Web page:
|Date:||20 March 2012|
|Subject:||Huge amount of fake sex medicines seized in joint international raids|
|Contact:||Press Office 020 3080 7651
Out-of-hours 07770 446 189
A man and a woman have been arrested in Hartlepool and several thousand fake medicine tablets have been seized worth around £115,000 in raids by the Medicines and Healthcare products Regulatory Agency (MHRA).
The tablets were all in blister packs and included counterfeit Viagra, Cialis and Levitra. In addition, other illegal generic versions of Viagra, Cialis and the withdrawn anti-obesity medicines rimonabant and sibutramine were found.
In a joint operation, known as ‘Operation Tribulus’, led by Spanish police and coordinated by Europol, six people in total have been arrested and almost 300,000 doses of fake medication seized.
Police in Spain arrested four people as part of an international operation lasting several months. Those arrested are thought to be part of a criminal gang importing fake medicines from Asia, mainly China and Singapore, and distributing them via the internet to customers throughout Europe.
Nimo Ahmed, the MHRA’s Acting Head of Enforcement, said: “Unlicensed, untested and fake medicines can put people’s health, and even life, at risk. It is very common for counterfeit medicines to be laced with dangerous ingredients or contain the wrong amounts of active ingredients or even none at all. This means they can be ineffective or dangerous.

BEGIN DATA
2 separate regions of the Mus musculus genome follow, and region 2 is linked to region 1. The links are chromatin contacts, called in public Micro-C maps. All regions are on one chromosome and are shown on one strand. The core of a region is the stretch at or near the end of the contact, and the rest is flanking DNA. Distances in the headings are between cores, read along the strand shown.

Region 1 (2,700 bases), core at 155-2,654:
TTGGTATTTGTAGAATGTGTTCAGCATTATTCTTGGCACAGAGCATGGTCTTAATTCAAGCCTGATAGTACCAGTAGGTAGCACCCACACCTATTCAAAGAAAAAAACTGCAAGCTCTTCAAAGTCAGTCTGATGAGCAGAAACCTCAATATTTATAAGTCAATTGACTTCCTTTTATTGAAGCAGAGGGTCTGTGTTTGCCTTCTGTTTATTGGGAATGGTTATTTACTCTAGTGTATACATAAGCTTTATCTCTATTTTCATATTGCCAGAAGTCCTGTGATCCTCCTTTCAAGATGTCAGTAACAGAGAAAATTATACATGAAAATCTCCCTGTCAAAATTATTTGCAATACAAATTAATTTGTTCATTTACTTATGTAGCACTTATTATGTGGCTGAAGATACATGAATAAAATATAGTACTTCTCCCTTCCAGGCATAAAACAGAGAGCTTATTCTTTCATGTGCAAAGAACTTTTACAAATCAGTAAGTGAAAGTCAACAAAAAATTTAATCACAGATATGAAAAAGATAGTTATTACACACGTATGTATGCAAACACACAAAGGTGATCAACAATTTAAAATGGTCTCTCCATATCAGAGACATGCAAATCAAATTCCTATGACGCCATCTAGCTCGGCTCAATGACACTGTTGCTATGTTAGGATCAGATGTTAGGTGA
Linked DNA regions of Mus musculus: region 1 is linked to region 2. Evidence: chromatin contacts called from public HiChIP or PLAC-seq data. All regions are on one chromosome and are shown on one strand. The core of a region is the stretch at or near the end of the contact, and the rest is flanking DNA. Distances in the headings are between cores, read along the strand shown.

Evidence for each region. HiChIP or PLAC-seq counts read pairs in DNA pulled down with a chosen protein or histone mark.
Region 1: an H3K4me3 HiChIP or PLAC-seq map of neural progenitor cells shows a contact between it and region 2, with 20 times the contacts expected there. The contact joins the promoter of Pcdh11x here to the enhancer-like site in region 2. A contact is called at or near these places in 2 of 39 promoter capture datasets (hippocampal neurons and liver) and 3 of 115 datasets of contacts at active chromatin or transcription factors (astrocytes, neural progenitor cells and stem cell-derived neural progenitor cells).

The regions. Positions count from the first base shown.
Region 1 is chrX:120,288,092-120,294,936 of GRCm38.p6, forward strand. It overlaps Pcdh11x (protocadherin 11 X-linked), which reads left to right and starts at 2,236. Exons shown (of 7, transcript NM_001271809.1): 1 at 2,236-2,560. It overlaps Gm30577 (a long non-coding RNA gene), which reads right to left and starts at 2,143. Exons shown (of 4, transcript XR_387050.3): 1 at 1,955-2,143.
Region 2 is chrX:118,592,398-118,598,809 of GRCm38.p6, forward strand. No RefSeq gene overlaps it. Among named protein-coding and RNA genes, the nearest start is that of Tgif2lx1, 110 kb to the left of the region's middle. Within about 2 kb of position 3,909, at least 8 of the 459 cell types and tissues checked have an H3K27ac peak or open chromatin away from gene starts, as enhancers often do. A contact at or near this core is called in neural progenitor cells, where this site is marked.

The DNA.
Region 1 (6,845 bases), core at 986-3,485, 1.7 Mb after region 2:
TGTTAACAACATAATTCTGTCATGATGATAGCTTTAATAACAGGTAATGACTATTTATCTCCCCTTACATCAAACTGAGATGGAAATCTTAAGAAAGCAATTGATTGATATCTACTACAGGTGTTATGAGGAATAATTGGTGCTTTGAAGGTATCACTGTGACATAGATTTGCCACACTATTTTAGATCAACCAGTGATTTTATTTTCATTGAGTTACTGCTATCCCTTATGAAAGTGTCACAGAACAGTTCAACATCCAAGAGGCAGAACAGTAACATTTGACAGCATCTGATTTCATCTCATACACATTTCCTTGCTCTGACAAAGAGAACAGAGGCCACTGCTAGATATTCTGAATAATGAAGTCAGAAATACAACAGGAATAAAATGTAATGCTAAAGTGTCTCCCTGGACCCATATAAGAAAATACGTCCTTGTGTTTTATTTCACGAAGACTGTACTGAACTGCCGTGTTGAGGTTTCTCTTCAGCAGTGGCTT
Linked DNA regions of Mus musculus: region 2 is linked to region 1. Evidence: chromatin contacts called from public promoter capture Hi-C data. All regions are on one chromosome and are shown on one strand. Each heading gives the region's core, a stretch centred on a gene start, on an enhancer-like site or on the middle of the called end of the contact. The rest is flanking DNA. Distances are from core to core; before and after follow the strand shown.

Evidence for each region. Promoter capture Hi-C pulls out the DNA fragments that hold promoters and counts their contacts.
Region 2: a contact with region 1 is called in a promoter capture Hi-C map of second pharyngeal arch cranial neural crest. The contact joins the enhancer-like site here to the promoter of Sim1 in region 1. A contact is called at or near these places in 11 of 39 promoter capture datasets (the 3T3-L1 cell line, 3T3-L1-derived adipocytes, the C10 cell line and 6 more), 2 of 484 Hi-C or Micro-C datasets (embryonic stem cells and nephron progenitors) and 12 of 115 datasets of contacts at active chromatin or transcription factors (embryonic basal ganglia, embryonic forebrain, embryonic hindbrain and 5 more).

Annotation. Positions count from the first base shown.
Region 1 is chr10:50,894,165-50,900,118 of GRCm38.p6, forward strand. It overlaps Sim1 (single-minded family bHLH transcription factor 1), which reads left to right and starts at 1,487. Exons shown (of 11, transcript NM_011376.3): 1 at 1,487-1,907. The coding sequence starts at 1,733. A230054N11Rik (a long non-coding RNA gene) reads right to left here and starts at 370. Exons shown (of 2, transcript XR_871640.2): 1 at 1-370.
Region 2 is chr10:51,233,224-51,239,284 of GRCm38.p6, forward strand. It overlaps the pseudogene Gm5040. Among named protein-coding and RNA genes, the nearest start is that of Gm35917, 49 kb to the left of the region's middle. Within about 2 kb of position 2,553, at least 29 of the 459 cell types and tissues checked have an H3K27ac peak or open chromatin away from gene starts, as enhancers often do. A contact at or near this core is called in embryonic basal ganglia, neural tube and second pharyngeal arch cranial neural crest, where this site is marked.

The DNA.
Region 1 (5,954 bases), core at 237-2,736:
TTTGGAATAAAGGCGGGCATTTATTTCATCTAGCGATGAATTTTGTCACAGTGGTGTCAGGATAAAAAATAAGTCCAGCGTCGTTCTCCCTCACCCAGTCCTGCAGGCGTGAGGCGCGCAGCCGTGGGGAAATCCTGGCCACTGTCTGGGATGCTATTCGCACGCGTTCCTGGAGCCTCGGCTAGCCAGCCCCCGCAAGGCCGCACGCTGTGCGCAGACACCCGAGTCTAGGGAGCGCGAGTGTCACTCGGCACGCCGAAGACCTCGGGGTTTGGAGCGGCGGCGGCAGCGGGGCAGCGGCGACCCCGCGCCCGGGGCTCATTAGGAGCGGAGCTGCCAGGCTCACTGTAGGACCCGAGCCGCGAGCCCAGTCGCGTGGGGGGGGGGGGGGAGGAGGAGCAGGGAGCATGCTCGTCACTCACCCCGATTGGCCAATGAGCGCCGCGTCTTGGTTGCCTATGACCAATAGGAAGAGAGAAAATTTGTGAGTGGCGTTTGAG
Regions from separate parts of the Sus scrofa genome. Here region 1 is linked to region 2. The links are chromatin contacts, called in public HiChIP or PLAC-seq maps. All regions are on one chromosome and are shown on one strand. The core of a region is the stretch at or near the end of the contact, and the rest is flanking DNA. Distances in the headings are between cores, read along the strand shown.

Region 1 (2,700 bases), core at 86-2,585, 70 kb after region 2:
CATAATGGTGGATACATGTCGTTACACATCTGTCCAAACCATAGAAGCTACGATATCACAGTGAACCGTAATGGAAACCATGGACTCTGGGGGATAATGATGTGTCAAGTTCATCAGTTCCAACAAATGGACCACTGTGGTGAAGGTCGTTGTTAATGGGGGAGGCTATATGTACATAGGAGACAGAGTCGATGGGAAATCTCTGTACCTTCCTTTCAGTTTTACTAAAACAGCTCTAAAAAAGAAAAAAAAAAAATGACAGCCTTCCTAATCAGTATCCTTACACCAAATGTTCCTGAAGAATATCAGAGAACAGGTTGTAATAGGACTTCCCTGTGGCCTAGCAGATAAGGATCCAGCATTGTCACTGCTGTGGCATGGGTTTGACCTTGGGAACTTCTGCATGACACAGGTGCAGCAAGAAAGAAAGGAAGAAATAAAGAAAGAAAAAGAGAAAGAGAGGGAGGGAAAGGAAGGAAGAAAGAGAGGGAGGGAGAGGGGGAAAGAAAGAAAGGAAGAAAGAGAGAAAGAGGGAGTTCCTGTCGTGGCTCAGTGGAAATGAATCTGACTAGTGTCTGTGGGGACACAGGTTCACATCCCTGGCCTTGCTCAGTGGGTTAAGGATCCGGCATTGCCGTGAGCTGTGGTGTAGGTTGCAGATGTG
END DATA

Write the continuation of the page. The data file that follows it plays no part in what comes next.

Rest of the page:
“These arrests show the value of working with our international partners in combating criminals dealing in counterfeit medicines and they reflect our commitment to stopping these dangerous medicines reaching the public.”
Notes to Editor1. The MHRA is the government agency responsible for ensuring that medicines and medical devices work, and are acceptably safe. No product is risk-free. Underpinning all our work lie robust and fact-based judgements to ensure that the benefits to patients and the public justify the risks. We keep watch over medicines and devices, and take any necessary action to protect the public promptly if there is a problem. We encourage everyone – the public and healthcare professionals as well as the industry – to tell us about any problems with a medicine or medical device, so that we can investigate and take any necessary action.